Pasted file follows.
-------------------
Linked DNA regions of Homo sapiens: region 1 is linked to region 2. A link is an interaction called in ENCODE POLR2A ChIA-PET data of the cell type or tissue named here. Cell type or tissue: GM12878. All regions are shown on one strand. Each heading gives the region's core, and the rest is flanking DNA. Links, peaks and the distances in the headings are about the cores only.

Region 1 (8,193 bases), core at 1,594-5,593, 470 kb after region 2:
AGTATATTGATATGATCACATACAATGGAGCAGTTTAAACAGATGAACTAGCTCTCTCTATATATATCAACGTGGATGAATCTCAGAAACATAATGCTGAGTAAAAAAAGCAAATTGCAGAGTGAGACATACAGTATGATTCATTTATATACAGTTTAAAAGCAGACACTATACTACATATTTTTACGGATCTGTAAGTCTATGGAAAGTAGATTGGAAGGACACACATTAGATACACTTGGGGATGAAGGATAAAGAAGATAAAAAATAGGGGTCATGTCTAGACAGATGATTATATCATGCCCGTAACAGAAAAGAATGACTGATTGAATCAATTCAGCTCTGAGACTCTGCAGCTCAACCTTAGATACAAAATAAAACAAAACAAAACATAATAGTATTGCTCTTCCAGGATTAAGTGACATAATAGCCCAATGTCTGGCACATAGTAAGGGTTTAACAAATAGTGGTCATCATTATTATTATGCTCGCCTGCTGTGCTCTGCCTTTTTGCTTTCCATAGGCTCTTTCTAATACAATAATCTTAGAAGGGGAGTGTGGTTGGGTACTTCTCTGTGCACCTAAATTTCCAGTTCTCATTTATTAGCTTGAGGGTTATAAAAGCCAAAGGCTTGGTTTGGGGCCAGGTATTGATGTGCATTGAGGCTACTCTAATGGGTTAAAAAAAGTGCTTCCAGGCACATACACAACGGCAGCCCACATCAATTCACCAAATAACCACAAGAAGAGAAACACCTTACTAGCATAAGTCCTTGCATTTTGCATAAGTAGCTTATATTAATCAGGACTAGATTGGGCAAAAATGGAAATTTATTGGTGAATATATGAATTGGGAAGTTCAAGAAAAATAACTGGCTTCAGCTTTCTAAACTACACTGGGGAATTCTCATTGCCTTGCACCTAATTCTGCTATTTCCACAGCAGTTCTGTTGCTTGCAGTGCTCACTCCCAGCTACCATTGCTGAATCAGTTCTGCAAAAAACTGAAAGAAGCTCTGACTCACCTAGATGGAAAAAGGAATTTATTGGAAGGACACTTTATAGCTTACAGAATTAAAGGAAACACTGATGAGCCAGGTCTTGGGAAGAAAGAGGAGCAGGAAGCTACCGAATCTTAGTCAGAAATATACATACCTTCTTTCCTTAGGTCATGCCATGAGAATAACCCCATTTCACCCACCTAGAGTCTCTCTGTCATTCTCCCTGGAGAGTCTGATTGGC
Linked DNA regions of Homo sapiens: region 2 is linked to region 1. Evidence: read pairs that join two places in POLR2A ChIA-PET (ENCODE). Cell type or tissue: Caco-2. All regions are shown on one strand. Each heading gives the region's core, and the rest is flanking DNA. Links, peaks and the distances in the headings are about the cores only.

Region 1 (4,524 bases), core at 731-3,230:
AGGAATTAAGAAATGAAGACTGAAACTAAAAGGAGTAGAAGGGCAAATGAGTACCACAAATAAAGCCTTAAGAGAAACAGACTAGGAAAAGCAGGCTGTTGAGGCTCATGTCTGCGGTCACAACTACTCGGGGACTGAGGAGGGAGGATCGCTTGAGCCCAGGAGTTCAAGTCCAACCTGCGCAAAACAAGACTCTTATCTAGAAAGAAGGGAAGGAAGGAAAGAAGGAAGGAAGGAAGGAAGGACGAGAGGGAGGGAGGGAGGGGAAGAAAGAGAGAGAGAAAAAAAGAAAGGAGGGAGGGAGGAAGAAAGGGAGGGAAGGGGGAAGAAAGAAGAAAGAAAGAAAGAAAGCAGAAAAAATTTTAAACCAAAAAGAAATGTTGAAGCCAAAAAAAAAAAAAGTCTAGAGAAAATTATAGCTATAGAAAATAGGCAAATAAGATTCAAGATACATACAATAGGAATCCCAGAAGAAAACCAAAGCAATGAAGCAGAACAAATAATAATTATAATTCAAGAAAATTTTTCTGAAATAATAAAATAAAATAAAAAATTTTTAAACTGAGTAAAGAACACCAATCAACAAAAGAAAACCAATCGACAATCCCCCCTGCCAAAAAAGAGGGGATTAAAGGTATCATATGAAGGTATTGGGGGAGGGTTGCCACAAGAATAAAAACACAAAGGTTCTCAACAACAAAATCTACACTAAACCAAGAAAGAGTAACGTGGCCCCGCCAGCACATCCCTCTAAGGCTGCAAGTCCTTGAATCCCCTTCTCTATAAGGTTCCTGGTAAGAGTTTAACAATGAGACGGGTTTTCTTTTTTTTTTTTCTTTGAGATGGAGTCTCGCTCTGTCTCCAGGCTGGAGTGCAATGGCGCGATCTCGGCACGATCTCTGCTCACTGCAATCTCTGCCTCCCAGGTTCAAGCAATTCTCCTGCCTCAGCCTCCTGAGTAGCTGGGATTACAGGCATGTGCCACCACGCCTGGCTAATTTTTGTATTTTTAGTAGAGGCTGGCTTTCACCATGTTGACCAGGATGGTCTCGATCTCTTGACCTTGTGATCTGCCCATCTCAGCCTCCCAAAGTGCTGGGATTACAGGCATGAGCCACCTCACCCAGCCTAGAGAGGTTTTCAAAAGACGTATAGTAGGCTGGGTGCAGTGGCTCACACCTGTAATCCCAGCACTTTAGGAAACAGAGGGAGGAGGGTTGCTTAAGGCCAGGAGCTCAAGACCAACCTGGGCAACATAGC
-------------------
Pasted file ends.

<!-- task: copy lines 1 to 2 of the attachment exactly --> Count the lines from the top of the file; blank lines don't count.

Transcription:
Linked DNA regions of Homo sapiens: region 1 is linked to region 2. A link is an interaction called in ENCODE POLR2A ChIA-PET data of the cell type or tissue named here. Cell type or tissue: GM12878. All regions are shown on one strand. Each heading gives the region's core, and the rest is flanking DNA. Links, peaks and the distances in the headings are about the cores only.

Region 1 (8,193 bases), core at 1,594-5,593, 470 kb after region 2: